I have looked at car jump starter packs and found something peculiar. Almost all of them are three lithium cobalt oxide cells in a series.
This seems odd to me. I have understood that lithium cobalt oxide batteries have a rather short lifetime and are mainly useful for energy density, something which car jump starter packs do not require. Car jump starter packs are relatively heavy for the energy they contain, but are optimized to provide a huge amount of energy in a short amount of time.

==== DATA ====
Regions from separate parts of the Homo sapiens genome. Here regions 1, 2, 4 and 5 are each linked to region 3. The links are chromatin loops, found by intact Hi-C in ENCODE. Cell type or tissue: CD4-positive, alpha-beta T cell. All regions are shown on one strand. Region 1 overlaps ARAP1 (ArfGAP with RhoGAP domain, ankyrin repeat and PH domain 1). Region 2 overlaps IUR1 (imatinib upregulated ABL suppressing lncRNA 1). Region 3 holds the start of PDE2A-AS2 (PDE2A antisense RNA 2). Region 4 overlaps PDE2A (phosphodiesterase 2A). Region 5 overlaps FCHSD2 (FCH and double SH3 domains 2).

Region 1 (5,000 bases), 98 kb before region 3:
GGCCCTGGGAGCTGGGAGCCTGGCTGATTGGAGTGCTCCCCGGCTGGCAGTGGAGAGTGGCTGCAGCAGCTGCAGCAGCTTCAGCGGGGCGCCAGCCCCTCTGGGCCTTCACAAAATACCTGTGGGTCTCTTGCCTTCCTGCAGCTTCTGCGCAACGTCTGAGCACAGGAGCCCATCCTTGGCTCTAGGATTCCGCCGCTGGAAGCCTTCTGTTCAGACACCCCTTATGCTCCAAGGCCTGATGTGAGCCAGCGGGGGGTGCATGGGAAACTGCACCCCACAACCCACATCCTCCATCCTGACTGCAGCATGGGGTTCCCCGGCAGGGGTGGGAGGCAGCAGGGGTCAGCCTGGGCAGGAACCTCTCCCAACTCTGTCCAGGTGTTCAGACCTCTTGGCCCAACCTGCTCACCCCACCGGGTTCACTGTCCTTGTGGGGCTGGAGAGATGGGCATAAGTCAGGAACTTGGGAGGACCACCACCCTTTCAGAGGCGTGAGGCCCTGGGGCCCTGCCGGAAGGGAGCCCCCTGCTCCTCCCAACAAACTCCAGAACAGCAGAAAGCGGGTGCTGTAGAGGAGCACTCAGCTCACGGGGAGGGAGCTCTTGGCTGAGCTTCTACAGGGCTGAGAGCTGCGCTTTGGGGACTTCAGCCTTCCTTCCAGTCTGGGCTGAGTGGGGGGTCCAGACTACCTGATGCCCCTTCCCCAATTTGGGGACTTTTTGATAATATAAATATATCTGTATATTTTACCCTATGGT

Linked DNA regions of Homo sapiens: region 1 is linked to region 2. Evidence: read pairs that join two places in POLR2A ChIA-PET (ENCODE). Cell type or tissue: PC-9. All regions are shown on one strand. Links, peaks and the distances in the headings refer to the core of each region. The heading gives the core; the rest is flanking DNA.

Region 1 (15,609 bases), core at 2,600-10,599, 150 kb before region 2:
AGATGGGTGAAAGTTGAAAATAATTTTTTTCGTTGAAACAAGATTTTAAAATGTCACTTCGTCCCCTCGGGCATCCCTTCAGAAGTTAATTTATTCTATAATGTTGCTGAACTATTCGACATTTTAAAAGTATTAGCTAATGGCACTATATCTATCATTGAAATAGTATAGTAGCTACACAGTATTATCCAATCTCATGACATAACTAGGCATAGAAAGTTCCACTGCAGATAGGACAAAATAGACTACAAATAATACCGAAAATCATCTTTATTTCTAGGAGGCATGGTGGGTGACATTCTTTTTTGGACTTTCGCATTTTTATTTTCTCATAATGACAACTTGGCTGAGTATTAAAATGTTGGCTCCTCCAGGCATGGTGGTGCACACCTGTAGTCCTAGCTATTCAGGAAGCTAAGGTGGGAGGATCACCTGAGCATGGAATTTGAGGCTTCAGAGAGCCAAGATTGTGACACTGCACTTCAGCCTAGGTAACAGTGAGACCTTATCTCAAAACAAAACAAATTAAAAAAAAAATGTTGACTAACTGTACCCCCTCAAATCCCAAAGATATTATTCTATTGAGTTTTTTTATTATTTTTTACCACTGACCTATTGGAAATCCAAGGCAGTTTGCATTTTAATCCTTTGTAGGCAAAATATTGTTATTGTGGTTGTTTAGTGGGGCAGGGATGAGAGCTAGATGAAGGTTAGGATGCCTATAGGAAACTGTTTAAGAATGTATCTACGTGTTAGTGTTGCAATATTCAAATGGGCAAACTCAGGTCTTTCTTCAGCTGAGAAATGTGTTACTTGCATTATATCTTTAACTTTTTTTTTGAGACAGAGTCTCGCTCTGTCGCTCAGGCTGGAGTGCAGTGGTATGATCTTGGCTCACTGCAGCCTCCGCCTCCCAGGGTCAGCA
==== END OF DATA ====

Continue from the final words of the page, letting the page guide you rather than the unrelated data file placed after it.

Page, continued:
To me, it seems like a better configuration would be three NMC (nickel-manganese-cobalt) cells in a series, three NCA (nickel-cobalt-aluminum) cells in a series or four LiFePO4 cells in a series.
According to battery university, lithium cobalt oxide cells only have 2/4 rating for lifetime and specific power, whereas NMC and NCA have 3/4 rating for both, and LiFePO4 have 4/4 rating for both.
I understand that some jump starter packs indeed are based on LiFePO4 cells. But those that are not, are almost always lithium cobalt oxide and not NMC or NCA.
Why is that? Do NMC and NCA have some inherent weakness when used to provide huge currents in a very short time?